Ramsey to St Ives:

Earith to St Ives

 Two walks completing the Ramsey to St Ives section

plus 2 additional walks up the Ouse Valley:

1 (13) Earith to Needingworth via Bluntisham – published

Download Walk Guide below

2 (14) Needingworth to St Ives via Holywell – due 2024

3 (14a) & 4 (14b) Additional walks from St Ives to Godmanchester (and Huntingdon) and back to St Ives

This part of the Trail is being developed in partnership with Huntingdon Local group of the Wildlife Trust, Hunts Ramblers, the RSPB and the Civic Society of St Ives.

The River Great Ouse

This part of the Trail explores the valley of the River Great Ouse, one of the major rivers that drain into the Fenland Basin. As well as being an important area for wildlife, the valley is an ancient route, travelled by water and by land, and contains significant historic sites as well as the picturesque towns of St Ives and Godmanchester. Having arrived in Earith from Somersham, to the north, the Trail heads west, upstream, with a walk that starts at a viewpoint overlooking the place where the river divides in two as it empties into the Fens. The two major channels that take the waters across the Fens to the Wash are the Old Bedford River, that takes the majority of the water in a direct, and heavily embanked course, through the Ouse Washes and north west of the Isle of Ely to Denver in Norfolk, and the Old West River which winds its way to the east of the Isle and merges with the River Cam before heading north to rejoin the main channel at the Denver Sluice. The geology of the valley has been important economically due to the large amounts of sands and gravel that were deposited in a series of River Terraces at various times in the last half a million or so years when glacial meltwater formed much larger and stronger rivers through the valley.  Some of the excavated areas are now mostly flooded and are being developed as wetland areas for wildlife conservation. The RSPB is developing a large area of disused gravel pits for wildlife conservation, Ouse Fen, which can be visited as a detour from the first walk. At Godmanchester, the Wildlife Trust’s reserve has more flooded gravel pits whilst  Portholme Meadow is known as one of the best lowland flood meadows in the country.For more information on the formation and geology of the valley see the website of the Cambridgeshire Geological Society.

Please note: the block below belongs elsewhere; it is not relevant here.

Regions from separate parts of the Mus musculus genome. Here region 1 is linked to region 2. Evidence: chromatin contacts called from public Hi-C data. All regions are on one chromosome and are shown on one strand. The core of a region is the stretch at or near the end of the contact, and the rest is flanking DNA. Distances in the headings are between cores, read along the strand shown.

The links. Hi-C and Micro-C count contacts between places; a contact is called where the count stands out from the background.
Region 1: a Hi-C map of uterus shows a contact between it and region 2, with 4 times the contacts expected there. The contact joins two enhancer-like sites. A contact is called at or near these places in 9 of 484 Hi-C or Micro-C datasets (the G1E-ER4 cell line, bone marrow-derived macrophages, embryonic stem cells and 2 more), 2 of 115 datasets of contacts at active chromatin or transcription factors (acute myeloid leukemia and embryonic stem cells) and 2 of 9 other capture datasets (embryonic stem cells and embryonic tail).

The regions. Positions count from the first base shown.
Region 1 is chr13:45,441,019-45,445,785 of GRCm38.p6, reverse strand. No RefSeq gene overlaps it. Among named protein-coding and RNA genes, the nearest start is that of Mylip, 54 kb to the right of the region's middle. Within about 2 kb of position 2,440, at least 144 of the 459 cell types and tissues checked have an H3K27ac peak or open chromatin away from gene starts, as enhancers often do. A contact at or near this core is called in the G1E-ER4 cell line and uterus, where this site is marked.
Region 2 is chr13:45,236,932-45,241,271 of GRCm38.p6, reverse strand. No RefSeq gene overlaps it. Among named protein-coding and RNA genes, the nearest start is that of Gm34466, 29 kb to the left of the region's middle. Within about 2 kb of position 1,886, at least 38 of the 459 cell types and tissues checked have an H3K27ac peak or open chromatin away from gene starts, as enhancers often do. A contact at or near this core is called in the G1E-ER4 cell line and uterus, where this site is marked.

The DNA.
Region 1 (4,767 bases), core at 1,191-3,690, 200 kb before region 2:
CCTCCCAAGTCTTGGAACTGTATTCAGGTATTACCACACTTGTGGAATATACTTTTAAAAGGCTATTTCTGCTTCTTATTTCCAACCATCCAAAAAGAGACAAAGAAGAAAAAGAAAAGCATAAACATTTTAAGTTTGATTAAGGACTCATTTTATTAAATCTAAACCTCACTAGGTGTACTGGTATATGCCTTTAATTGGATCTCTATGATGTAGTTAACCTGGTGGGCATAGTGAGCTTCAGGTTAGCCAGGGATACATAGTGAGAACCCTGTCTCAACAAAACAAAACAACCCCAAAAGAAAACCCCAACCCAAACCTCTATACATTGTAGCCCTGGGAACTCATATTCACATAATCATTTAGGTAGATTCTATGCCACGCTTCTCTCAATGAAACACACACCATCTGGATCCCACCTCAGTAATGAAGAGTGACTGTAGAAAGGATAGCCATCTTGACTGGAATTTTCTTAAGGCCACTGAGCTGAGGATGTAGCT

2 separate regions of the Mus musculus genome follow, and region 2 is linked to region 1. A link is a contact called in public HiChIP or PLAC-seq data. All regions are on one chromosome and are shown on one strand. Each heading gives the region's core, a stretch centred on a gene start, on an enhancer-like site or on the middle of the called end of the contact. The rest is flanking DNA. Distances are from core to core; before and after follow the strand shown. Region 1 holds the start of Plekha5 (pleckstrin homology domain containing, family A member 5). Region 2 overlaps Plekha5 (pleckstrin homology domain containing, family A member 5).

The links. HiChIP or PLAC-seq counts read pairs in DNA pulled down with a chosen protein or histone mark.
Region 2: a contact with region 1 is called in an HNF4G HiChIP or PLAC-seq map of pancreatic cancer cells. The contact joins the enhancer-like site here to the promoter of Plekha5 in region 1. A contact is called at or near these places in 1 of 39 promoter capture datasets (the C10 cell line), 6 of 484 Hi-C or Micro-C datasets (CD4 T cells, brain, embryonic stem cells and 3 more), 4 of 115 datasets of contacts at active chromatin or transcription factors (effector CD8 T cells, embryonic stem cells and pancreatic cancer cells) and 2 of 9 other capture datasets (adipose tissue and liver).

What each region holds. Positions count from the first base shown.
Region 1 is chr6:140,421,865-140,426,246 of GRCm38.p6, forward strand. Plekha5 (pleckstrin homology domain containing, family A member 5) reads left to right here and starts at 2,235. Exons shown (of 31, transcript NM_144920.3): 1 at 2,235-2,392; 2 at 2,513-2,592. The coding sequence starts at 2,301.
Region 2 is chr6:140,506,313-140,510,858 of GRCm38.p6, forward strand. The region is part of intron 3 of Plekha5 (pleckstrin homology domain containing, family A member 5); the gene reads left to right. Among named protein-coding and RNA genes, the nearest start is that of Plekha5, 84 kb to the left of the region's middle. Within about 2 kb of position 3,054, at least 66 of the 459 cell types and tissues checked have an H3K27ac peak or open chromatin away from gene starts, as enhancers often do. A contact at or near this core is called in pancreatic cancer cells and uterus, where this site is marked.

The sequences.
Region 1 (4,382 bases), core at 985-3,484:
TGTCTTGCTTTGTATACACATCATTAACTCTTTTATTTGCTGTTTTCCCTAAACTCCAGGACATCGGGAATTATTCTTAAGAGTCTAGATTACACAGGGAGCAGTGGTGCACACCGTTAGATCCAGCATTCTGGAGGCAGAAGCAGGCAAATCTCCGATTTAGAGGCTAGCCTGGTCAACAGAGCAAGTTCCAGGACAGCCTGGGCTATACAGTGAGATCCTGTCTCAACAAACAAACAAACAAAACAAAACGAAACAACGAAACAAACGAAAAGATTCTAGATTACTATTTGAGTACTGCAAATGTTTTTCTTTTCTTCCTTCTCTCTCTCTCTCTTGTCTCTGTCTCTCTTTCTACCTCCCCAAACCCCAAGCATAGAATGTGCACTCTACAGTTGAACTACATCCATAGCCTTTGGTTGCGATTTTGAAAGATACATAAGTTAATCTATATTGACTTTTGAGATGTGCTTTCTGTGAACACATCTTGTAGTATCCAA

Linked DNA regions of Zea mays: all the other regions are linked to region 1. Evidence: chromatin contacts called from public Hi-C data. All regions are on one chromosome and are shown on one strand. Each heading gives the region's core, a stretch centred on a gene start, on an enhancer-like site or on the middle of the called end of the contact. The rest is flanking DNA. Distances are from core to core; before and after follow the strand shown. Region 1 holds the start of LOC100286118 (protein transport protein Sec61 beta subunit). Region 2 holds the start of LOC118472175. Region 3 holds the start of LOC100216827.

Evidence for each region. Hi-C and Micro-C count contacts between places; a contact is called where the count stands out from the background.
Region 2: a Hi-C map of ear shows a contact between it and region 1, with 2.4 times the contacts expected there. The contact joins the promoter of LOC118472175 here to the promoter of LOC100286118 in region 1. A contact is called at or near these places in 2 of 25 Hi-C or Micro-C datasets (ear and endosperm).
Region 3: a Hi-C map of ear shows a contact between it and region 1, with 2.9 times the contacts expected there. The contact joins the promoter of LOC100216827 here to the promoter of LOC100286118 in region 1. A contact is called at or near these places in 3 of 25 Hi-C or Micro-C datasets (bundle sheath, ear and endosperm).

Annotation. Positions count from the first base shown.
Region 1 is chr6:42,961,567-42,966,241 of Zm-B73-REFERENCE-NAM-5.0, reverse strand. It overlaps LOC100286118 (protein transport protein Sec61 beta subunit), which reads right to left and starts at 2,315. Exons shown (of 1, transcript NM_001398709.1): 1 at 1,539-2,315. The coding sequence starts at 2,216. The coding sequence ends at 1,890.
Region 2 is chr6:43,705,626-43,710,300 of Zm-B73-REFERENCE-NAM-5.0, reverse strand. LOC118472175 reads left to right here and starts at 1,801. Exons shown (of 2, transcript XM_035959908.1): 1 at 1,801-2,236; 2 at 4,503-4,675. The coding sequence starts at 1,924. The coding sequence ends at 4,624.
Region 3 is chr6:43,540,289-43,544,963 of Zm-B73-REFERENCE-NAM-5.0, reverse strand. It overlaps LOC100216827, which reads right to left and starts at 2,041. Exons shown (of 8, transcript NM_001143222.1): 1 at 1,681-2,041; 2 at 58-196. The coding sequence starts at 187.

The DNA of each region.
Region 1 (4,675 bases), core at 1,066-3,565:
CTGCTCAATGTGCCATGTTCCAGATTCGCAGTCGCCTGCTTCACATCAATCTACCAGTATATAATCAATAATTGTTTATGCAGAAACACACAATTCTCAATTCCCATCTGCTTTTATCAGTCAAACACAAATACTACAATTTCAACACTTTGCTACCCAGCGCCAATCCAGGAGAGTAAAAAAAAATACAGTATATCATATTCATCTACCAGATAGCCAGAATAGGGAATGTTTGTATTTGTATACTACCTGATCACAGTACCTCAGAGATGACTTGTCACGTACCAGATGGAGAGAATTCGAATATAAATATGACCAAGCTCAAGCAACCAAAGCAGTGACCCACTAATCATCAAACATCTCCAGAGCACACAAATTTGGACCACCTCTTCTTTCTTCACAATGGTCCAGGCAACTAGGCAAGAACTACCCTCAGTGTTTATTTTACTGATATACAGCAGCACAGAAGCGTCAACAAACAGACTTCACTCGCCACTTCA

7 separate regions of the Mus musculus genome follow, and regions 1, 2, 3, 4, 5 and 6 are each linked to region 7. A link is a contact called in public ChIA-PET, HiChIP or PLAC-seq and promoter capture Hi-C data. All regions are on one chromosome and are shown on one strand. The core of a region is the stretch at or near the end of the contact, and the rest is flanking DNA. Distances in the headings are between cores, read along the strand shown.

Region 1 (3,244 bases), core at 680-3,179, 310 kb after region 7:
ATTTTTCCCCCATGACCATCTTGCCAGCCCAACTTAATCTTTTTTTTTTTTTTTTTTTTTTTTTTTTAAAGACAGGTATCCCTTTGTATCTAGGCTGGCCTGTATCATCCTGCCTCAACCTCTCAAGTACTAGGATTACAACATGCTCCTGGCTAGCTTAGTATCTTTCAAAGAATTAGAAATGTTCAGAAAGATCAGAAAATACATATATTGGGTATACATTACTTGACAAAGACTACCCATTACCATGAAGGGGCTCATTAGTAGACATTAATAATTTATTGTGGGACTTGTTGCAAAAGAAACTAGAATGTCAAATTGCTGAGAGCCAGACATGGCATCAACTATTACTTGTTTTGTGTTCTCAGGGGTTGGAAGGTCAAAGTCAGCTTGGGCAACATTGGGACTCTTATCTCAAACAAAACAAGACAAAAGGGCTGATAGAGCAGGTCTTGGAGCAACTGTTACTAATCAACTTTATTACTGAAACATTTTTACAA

Walk 1 (13): Earith to Needingworth


My favourite thing about this walk is that you can imagine being near the coast here 3,400 years ago, looking out over tidal creeks, with saltmarsh stretching into the distance

The route: into the valley of the River Great Ouse

5.3 miles (8.5 km) Walking guide time 2.5 hours minimum plus stops